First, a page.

Up Your Game


Clyde Voce makes history as the first black actor to play the role of Willy Wonka on the Broadway tour of Charlie and the Chocolate Factory. He describes the different duties of understudies and swings and shares his wisdom about health, wellness, and finances while maintaining a life as a working actor at the highest level.

What’s inside: 

  • 1:25 Monday lecture: AEA production contracts, pay rates, and non-union tours.
  • 5:42 What have you been up to lately? 
  • 6:06 What’s a typical day look like working in New York City?
  • 7:08 Do you have an agent or manager? 
  • 8:35 What do you mean when you say you don’t need a job right now? 
  • 10:03 What have been some of your “survival jobs?”
  • 11:44 How did you grow up? Were you surrounded by artists? 
  • 20:32 How different is your lifestyle now?
  • 22:00 What are the physical demands of the job? 
  • 24:23  Did you have a backup plan? Did your parents want one for you?
  • 27:38 Promo: Clyde performing next in Till: a New Musical and Kinky Boots 
  • 28:22 Do you have to make a career choice in college?
  • 29:10 What’s a big risk that you had to take and how did you prepare for it? 
  • 33:22 What are the biggest rewards that you gained that would be unbelievable to your younger self? 
  • 33:35 How did you make history? 
  • 35:35 How do you get a reputation for having a strong work ethic?
  • 36:17 What’s the difference between “swings” and “understudies” and how does work ethic play a role in each? 
  • 40:13 Do you think that you’ve “made it?”
  • 44:30 How does physical health and wellness fit into how you prepare?
  • 50:42 See it to be it. Who inspired you?
  • 54:18 Clyde’s recommendations.

Mentioned in this Episode:

 

 

Key Quotes:

  • “I’m doing quite well–*laughs* I’m doing quite alright. I paid off all my student loans, I’m completely done with all that stuff.”
  • “It’s so foreign to me that money now just sits in my bank account and doesn’t go anywhere–it’s so crazy…so, everybody, you can do it. It can be done.”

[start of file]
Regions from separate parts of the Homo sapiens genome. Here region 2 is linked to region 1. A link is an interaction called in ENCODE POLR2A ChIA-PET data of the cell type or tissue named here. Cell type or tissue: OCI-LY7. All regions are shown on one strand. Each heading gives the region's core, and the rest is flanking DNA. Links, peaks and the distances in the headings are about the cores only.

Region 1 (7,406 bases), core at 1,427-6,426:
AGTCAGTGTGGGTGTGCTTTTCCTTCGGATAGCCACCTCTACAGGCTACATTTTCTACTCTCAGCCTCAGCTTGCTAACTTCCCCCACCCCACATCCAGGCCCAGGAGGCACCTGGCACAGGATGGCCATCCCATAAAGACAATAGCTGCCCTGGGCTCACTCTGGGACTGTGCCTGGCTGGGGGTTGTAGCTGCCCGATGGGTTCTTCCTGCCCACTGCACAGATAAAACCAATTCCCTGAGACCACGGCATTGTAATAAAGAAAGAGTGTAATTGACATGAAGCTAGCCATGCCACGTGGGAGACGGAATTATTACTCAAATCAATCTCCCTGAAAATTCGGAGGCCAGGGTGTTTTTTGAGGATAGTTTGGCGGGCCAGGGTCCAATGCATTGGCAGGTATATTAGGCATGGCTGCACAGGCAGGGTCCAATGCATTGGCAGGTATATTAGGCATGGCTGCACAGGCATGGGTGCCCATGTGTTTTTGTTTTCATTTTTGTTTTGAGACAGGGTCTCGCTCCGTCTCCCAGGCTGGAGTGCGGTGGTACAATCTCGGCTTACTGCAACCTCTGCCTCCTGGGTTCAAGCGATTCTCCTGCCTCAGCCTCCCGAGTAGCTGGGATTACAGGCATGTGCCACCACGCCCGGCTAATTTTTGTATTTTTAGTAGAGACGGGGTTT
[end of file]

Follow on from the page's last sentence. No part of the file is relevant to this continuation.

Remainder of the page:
• “The purpose of touring…is to save that money so you don’t have to get that survival job that you don’t want to do.”
  • “People are paying a lot of money to see these shows, who am I to give them a subpar performance?…You can’t be like you’re in high school or college anymore.”
  • “If you don’t go for it, you’re gonna always have that regret of ‘well, what if…'” 
  • “You can always go back to school. You can always find something else to do. It’s possible to do all these things.”
  • “It was either I went to NY and went for it or I stayed at home… It taught me so much about myself. It allowed me to grow in ways I didn’t think I could find at home.”
  • “I don’t know if I would have gotten that [Willy Wonka understudy]  without gaining the work ethic that I had from moving to NY and having to bust my butt all the way to this point.”
  • “I refuse to be the person that goes out on stage and has no idea what’s going on.”
  • “I never want to swing a show ever again, however I think that everybody in this industry should do it at least one time. I really do.”
  • “I’m not necessarily, like, a household name…but even in order to become that, that’s something that is out of people’s control- you don’t get to decide that.”
  • “To say that I haven’t made it yet, to me would diminish all the things I have done before that, and I don’t see it that way.”
  • “You will know when you’ve made it when money doesn’t matter.”
  • “Come in as the best version to you…when you walk into the room.”
  • “This is a really hard industry to be in, with the amount of rejection… I don’t even like to use that word ‘rejection,’ it’s just like, ‘it’s just not you today.'”
  • “I think every actor should have a therapist, I really do…it can be a very lonely industry.”
  • “It’s super important to be well-rounded, because those are the people, I’ve found, who actually do the best.”
  • “Life is not long for everyone, go do something, please.”
  • “I can still up my game.” 

Connect with Clyde! 

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Let your voice be heard: 

  • Share your story on social media–use #DYBPcast !
  • Ask questions, make comments, express yourself freely.
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  • 213-915-6883 text or call

DYBP graphic design  © 2020 by Laura Gernon

DYBP theme song, “Ditch” © 2020 by Dean Keith 

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